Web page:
An inexpensive Chilton’s or Haynes manual would probably have the wiring diagram for the o2 sensor circuits. Maybe your local public library even has one you could borrow. While there ask if they have any other auto repair help, such as the All Data computer data base.
I called the muffler guy back this morning to confirm what he said on Saturday after telling me that my converters were bad. This is what he said, “ When I tested the temperature it was 350*, the temperature immediately went to 430* and I shut it off because it was getting too hot, too fast.”All three converters were bad and the last one under the car was crystallizing. I asked him if I needed to fix some other things first before I changed the converters and he said”No, I need to change those out first before I can determine what else is wrong” And not to drive it anymore than necessary because I can blow a head gasket or do major engine damage. My CEL just came on about a week ago. He’s shooting me a line, isn’t he? I’m going to take it somewhere that tells me what you guys said about the exhaust leak and harness. I appreciate you guys!
Catalytic Converters bad because of a temp of 350?? Yeah he’s trying to to feed you a line bad…
Suggest to Google “catalytic converter crystalizing”. I doubt you’ll find this is a common diagnosis as reported on the inter-webs, if it even is a diagnosis except perhaps for diesel engines. I don’t believe I’ve ever heard cat crystallization mentioned here before. Besides Googling you might type that into the forum search bar to; click the icon that looks like a magnifying glass upper right on this page. If I had those symptoms on my own vehicle and a visual inspection didn’t turn up anything, as I posted above, first off I’d ask my shop to use a lab o’scope to inspect the signal output from the suspect O2 sensor, and then use a scan tool to compare the before and after cat o2 signals. I think that would get to the bottom of this problem faster than replacing all 3 cats. Not saying you won’t wind up replacing some or all of the cats, but some common sense testing makes sense first, imho. Be aware that it is possible the shop has already done these things, and just doesn’t want to explain their process in this amount of detail to you for some reason.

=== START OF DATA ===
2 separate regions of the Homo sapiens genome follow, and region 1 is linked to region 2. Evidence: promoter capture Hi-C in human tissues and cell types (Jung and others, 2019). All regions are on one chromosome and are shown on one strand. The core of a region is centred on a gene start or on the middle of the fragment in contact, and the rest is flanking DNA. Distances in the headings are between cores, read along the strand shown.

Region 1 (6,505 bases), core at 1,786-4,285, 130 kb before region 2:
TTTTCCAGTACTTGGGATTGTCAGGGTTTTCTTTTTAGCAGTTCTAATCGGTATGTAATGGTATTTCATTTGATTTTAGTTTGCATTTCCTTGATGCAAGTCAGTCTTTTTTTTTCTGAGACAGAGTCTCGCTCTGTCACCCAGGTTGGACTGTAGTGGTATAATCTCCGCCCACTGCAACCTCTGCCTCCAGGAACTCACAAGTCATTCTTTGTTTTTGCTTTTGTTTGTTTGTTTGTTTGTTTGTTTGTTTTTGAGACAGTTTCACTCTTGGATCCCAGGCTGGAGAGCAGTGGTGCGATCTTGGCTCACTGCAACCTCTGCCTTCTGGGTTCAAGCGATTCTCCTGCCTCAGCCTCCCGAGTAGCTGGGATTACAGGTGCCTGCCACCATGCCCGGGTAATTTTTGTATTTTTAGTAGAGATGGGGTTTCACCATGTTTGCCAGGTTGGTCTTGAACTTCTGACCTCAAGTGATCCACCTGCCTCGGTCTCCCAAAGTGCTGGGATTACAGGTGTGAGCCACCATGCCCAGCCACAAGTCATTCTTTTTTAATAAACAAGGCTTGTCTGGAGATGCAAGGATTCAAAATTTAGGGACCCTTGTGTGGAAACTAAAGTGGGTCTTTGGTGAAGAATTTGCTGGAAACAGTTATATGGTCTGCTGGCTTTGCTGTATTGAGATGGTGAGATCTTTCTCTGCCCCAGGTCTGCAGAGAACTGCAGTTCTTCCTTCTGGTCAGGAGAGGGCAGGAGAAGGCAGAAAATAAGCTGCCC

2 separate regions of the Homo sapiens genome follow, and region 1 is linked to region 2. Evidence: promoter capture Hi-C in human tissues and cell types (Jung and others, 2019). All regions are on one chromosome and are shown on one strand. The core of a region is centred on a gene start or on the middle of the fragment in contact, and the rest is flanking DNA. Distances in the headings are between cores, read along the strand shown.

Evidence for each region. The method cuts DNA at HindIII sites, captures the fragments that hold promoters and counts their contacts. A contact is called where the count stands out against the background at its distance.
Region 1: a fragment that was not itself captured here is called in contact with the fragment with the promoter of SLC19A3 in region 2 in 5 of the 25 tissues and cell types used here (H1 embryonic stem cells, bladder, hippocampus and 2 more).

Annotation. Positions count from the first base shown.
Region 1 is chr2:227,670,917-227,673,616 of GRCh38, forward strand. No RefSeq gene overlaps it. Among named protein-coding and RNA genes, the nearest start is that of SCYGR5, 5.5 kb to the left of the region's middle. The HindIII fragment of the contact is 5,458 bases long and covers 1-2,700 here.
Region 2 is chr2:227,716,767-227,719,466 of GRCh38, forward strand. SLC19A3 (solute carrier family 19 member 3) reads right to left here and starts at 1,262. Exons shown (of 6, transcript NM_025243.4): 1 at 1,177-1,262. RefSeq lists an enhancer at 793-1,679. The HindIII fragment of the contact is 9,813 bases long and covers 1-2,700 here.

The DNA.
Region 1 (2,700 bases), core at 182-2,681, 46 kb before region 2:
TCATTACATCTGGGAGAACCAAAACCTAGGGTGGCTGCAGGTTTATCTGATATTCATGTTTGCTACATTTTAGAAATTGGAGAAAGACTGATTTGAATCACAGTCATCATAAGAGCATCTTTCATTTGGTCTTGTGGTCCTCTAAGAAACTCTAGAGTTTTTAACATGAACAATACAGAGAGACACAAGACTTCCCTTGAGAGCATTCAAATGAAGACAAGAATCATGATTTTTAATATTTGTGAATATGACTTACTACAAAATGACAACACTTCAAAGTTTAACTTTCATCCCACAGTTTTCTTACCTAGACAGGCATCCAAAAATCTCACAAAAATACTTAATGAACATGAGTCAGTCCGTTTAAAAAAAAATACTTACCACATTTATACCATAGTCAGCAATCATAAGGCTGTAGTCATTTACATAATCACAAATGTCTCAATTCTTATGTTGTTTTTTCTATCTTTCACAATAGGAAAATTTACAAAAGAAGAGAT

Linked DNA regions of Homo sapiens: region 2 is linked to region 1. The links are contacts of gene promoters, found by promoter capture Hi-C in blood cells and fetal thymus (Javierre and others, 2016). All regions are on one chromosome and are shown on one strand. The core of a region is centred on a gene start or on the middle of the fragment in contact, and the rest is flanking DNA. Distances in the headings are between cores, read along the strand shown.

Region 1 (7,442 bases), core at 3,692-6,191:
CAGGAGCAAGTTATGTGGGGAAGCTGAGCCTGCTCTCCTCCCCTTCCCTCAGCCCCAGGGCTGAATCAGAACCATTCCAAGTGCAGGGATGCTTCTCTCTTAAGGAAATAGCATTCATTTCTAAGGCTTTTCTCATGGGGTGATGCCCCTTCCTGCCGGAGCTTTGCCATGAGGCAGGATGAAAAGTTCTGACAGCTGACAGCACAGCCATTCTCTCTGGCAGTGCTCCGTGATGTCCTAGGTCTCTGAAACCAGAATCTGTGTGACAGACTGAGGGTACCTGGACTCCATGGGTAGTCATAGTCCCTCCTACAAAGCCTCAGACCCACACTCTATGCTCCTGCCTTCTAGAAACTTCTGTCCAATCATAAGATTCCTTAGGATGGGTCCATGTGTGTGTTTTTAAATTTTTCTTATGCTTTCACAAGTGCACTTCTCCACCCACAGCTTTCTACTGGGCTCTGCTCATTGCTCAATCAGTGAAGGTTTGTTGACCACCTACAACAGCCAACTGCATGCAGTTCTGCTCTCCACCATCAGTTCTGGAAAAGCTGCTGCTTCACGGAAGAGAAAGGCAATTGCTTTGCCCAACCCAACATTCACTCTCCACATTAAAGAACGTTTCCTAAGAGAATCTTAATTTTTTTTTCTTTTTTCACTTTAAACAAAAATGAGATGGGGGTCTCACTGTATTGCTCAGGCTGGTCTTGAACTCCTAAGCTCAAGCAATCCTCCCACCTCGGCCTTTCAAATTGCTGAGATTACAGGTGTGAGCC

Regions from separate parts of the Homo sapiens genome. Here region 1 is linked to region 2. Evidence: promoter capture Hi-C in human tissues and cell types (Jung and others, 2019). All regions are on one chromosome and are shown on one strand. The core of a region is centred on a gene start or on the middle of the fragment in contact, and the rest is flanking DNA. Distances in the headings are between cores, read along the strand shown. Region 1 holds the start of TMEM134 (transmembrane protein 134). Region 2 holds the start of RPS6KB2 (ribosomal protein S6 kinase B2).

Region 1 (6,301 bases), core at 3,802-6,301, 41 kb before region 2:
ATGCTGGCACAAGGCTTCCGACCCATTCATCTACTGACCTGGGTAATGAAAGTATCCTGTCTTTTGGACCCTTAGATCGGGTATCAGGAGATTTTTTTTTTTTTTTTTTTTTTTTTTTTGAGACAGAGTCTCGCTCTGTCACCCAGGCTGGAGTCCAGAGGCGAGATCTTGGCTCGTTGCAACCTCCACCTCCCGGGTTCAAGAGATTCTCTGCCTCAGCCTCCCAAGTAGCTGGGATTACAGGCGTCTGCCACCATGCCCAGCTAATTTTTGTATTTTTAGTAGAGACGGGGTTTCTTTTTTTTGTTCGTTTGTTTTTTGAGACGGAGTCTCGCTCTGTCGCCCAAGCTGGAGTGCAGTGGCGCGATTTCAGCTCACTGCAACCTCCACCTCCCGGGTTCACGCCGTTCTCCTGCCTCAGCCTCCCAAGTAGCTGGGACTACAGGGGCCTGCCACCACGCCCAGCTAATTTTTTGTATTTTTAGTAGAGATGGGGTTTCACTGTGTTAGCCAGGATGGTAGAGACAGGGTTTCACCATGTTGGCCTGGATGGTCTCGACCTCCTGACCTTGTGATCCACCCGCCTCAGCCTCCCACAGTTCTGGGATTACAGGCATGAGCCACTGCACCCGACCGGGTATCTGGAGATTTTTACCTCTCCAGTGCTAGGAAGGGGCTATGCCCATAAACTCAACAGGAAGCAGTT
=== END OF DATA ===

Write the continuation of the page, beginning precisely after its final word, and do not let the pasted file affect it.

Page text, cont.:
Well, I finally found a mechanic after “interviewing” about 6 different ones and asking questions about what you guys posted. After a complete examination, only my 02 sensor was bad. Converters are all fine. Saved over $1000. Car is in great shape. I owe y’all a world of thanks!
Good to hear! Thanks for letting us know,
I would suggest that you log onto Yelp and post this information, which indicates that the “muffler guy” is-at best–incompetent, and may well be an outright thief. Don’t you think that you owe it to other folks in your community to let them know about this guy’s business practices?
Very good point!
Good to hear you are back on the road and p0136-less … … … good for you!